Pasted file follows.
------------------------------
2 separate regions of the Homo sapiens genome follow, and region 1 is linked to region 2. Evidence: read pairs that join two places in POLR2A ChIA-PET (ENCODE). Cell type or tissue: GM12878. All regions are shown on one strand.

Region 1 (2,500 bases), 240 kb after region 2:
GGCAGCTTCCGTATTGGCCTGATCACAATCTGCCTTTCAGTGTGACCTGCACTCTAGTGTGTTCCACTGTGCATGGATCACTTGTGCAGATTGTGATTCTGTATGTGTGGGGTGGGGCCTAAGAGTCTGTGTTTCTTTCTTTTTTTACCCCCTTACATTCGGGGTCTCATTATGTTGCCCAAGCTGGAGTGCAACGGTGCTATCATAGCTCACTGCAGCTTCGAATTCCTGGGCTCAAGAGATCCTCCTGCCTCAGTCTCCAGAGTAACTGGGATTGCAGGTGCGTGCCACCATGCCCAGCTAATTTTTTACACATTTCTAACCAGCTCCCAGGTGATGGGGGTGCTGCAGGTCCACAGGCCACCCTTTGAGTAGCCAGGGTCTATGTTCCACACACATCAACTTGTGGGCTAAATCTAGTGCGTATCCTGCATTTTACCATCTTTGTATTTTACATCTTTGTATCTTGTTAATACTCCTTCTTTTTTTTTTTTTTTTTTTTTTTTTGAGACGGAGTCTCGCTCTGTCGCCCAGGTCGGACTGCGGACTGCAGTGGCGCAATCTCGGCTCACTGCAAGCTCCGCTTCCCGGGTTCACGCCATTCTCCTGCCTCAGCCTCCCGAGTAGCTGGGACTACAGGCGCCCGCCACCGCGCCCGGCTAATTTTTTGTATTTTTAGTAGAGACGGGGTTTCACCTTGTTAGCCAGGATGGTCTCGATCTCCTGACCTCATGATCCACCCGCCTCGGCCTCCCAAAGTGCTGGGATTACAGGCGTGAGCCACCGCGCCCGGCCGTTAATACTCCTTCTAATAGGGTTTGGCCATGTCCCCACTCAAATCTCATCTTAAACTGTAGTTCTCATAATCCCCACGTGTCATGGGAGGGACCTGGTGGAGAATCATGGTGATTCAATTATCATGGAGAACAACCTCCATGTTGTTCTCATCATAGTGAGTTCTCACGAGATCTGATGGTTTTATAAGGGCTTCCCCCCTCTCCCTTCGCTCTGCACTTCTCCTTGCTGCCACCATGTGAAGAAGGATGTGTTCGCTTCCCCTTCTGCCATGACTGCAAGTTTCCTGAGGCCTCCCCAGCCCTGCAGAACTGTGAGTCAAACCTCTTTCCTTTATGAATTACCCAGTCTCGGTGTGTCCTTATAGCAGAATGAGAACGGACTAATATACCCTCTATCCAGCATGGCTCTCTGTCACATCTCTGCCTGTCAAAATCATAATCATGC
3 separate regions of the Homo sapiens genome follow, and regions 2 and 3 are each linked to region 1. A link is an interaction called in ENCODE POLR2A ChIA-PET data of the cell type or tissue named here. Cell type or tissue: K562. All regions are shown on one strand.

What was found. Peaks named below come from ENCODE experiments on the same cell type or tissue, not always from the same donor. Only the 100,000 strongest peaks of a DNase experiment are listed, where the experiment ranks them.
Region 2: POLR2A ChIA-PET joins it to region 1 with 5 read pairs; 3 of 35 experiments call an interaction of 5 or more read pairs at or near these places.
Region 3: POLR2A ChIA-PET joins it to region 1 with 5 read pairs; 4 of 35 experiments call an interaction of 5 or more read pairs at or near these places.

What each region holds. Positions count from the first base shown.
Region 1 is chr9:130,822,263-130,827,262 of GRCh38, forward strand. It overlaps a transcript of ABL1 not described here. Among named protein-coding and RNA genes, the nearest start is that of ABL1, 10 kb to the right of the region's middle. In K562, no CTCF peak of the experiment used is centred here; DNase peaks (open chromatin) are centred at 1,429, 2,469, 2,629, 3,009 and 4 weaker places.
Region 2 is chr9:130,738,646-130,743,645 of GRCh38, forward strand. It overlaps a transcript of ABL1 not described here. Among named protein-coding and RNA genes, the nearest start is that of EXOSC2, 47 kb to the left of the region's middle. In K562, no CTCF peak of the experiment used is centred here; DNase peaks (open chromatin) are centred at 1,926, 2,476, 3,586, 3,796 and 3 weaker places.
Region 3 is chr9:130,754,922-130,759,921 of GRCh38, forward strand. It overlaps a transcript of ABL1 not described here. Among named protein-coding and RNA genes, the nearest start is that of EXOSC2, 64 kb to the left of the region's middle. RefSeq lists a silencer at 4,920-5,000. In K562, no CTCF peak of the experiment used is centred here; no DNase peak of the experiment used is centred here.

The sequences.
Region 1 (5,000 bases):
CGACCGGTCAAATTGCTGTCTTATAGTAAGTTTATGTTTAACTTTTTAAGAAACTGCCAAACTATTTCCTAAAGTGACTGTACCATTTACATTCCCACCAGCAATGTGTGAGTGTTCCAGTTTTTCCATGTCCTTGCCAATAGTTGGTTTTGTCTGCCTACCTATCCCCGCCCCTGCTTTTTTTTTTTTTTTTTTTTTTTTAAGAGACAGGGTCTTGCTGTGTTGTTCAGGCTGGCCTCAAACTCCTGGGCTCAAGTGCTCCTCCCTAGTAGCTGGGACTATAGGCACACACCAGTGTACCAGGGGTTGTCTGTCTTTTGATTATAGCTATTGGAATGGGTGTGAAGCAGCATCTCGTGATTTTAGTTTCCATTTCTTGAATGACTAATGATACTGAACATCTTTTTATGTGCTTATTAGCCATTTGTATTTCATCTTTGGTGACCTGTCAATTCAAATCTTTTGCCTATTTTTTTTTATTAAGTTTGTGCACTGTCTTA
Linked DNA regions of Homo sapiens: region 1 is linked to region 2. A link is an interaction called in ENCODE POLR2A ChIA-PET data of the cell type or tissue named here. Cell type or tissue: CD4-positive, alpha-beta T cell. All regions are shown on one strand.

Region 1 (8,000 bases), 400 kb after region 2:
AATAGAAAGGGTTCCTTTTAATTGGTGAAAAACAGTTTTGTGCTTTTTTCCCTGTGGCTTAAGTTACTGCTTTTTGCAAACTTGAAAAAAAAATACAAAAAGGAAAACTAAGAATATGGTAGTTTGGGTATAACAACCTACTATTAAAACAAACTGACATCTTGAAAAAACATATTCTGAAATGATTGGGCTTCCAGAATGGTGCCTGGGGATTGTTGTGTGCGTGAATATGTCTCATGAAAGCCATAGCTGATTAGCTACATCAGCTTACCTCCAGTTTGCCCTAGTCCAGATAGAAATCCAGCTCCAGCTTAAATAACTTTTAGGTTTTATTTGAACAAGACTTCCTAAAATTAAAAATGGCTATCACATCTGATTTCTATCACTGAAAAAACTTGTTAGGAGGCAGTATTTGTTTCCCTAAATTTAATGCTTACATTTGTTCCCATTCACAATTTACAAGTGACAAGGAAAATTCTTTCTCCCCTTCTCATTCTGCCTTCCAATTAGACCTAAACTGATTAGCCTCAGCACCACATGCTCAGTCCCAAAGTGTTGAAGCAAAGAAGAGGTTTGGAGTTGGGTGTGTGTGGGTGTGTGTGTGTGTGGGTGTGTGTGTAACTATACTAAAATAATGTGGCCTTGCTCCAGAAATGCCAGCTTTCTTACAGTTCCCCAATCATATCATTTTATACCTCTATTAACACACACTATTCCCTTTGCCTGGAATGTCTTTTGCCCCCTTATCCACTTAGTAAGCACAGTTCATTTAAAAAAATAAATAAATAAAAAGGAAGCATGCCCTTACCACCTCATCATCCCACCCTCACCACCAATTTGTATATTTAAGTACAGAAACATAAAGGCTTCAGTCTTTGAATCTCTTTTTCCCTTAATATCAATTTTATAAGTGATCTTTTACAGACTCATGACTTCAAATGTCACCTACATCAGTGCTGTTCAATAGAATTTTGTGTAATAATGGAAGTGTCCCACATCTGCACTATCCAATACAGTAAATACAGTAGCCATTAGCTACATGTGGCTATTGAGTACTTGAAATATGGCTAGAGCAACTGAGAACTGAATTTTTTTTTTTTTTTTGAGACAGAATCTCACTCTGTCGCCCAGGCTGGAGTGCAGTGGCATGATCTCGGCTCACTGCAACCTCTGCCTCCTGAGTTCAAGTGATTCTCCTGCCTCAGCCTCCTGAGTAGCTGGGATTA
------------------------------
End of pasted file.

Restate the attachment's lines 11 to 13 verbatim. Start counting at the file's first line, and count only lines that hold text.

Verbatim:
Region 3 is chr9:130,754,922-130,759,921 of GRCh38, forward strand. It overlaps a transcript of ABL1 not described here. Among named protein-coding and RNA genes, the nearest start is that of EXOSC2, 64 kb to the left of the region's middle. RefSeq lists a silencer at 4,920-5,000. In K562, no CTCF peak of the experiment used is centred here; no DNase peak of the experiment used is centred here.

The sequences.
Region 1 (5,000 bases):